Vietnam Part 1: Hanoi to Hue

Hi guys!

After an unnecessarily long journey (Bangkok>Hong Kong>Dubai(8 hour wait)>Glasgow) I am back home! I had a brilliant time, but it is always nice to come back to family, friends and your own bed.

Three weeks is far too much to condense into one blog post, so I'll break it up into a few and try to keep it to the highlights!

The trip got off to a bit of a shaky start as after just a few hours in Hanoi, we were in the middle of a typhoon. At first we adopted the mentality of "we're Scottish, we can handle a little rain" before realising it was more than just a little and no, we couldn't.

Sheltering for a while, we had our first taste of Pho (pronounced 'fuh') a traditional Vietnamese dish, which is a type of noodle soup. For me, it was a little watery and had too much coriander (not a fan!) but it is always good to try something new.

After waiting it out for over an hour, we realised the rain was not stopping anytime soon, so thought it best to head back to the hotel for a bit which was just 5 minutes walk away. That was, until we got to the street where our hotel was and found it flooded! I'm not talking just a little bit of water, I'm talking knee-high, and at points mid-thigh high. It was quite the experience, and left us a little shell-shocked but after just a couple of hours the water had completely drained away. Phew!

Photo courtesy of my tour leader, Pooky, who we hadn't even met at the time. I was all too flustered to get my camera out at the time although as I suspected, I have come to regret this! I'd really like to have photographic evidence of that moment
Next stop: Halong Bay. We weren't sure if we would be able to go, as all trips had been cancelled the previous few days due to bad weather. However, luck was on our side and we were on our way! We stayed on a Junk Boat overnight, which sailed around Halong Bay, through a working floating village before stopping to let us explore a cave and then sailed around some more before mooring for the evening. Halong Bay is beautiful in terms of the islands, however it is not being looked after properly and the water is very polluted due to rubbish being thrown into the water by tourists and some boat companies. I hope things change soon, as it would be a real shame to destroy a place of natural beauty such as this.

Then it was back to Hanoi to get ready for the night train to Hue (pronounced 'Whey' - leading to many an in joke). The night train turned out to be a lot of fun, as we had half a carriage to ourselves and were sleeping in compartments of four. Lots of noisy card games were played and one of the Vietnamese train guards even got involved - I have never seen someone so chuffed to win a round of cards. We'd been warned the train would be pretty basic, but it was much better than the night train I had been on last year to Bangkok so I was pleasantly surprised. Only downside: being woken up an hour earlier than planned by some strange Vietnamese music being played over the speakers then a man popping his head in the door to try to sell us some rice for breakfast...em, thanks, but no thanks.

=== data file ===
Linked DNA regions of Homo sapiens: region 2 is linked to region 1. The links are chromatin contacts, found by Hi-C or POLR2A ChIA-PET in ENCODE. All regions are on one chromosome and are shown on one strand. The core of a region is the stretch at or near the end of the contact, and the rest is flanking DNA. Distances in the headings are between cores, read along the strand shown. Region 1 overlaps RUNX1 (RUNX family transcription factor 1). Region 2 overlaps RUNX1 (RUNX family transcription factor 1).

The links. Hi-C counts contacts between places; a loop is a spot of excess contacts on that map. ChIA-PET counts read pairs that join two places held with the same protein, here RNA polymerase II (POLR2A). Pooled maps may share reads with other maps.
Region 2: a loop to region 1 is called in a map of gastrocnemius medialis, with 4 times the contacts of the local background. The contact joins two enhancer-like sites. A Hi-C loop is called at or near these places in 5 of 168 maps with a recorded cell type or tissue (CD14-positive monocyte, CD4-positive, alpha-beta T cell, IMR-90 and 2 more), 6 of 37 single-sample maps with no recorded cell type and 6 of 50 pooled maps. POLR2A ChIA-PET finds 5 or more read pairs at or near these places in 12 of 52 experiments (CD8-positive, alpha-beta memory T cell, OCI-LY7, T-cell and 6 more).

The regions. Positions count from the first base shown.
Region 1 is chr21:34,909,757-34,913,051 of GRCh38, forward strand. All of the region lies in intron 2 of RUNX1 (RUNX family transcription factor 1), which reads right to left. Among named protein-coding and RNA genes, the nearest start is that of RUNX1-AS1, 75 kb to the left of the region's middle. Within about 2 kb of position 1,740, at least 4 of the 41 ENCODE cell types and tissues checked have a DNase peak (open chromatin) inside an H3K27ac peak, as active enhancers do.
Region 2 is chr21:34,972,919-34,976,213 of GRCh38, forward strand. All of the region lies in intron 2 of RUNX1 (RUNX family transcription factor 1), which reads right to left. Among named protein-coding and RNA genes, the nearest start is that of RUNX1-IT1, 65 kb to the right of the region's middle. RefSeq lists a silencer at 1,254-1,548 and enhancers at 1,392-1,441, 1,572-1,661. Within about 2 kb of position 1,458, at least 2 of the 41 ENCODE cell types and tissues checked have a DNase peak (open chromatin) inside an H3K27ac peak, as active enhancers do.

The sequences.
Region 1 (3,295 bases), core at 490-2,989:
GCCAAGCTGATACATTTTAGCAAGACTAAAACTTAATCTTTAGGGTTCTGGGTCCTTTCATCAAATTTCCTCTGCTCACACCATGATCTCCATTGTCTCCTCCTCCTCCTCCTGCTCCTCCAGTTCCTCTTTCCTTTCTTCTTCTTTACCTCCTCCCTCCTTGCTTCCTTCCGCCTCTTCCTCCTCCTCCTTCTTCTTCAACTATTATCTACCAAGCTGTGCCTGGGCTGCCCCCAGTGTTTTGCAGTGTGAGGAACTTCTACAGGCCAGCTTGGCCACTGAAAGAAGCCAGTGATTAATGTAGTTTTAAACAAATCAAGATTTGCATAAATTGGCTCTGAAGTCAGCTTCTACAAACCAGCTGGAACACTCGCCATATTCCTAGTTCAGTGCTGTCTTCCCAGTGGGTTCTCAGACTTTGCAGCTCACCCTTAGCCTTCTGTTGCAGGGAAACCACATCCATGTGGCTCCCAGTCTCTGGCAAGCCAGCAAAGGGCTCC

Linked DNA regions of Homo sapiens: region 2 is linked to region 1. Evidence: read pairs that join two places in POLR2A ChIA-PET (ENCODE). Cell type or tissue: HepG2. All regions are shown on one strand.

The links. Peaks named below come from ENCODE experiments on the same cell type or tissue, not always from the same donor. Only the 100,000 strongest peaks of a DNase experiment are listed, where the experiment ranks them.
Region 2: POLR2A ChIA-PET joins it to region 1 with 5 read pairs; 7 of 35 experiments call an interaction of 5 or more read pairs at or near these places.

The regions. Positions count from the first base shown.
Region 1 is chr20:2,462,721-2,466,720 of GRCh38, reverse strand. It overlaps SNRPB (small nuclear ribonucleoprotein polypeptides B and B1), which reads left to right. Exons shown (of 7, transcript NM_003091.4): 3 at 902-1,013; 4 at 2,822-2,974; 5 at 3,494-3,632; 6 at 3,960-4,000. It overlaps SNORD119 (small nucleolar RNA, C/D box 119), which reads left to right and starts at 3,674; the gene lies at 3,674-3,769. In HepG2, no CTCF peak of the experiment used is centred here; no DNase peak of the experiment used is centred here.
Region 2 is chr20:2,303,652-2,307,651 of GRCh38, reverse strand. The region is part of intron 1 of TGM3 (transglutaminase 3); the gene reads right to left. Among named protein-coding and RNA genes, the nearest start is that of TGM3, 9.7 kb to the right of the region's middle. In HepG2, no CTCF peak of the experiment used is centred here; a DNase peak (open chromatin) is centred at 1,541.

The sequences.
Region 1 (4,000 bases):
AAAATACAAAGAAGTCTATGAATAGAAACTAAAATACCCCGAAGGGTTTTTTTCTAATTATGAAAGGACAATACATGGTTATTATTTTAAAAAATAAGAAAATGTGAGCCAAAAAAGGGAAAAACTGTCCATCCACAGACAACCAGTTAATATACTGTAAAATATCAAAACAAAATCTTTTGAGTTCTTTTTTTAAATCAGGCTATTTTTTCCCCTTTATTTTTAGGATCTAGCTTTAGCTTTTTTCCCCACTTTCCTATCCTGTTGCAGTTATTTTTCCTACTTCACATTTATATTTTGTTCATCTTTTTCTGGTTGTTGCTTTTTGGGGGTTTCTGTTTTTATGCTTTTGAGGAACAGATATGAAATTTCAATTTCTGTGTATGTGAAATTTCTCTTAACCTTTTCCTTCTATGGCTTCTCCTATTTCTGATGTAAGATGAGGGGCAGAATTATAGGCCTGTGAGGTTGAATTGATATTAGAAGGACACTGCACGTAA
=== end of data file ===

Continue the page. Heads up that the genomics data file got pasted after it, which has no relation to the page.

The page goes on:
Arriving in Hue early, we grabbed a quick breakfast before embarking on a moped tour of the countryside that most of our group had opted to do. I had a bit of a dilemma deciding whether to do this or not, as I know motorbikes can be risky forms of transport and that my mum would be extremely nervous if I told her I was thinking about doing it. However, after reassurances about the safety of the excursion from our trusty tour leader, and hearing how amazing it sounded I knew I couldn't turn it down. I was very glad I had made this choice after about 10 minutes: the drivers drove very carefully, we were all given helmets and it was so much fun! It really give us a chance to see the countryside and the more typical way of life than you would see in the city. We stopped at various places throughout the journey, to see demonstrations of rice production, a local market, incense production, Vietnamese hat making. It was definitely one of the highlights of the whole trip!

We then toured round the tombs of the Nguyen Dynasty, and the Thien Mu Pagoda. It was all incredibly interesting, but one of these situations where you are given so much information in one go that you are desperate to retain it all but can't. Come to think of it, that happened quite a lot on this trip! Our guide for the afternoon was great, and kept coming out with a lot of sayings - my favourite being "buy a peanut, get a monkey."

In the evening, we had dinner at a restaurant nearby to our hotel, where good food was followed by several rounds of Jenga (and adding a bit of personalisation to the blocks as other travellers had done before us) and an introduction to the game of piggy back pool. There could not have been a more hilarious way to end the day.

The next day, we continued with our local guide as we saw round the Imperial Citadel before starting our journey late morning to Hoi An.

Have you visited Vietnam before? More of a Pho fan than I am?


  1. I really didn't like Pho either! Oh my goodness those typhoon photos - that must've been crazy!!! Still at least you can now say you've experienced extreme weather! xoxo
    The perks of being a hipster

  2. Phew, glad I'm not the only one! Haha yeah, at the time we even said "it'll be funny one day" while not really believing it at the time but it's true, definitely a good story to have.

    Love your blog btw, just had a flick through and I have to say I'm very jealous - I really want to move to London so hoping to get a graduate job that sends me in that direction!

    Rachel :) xx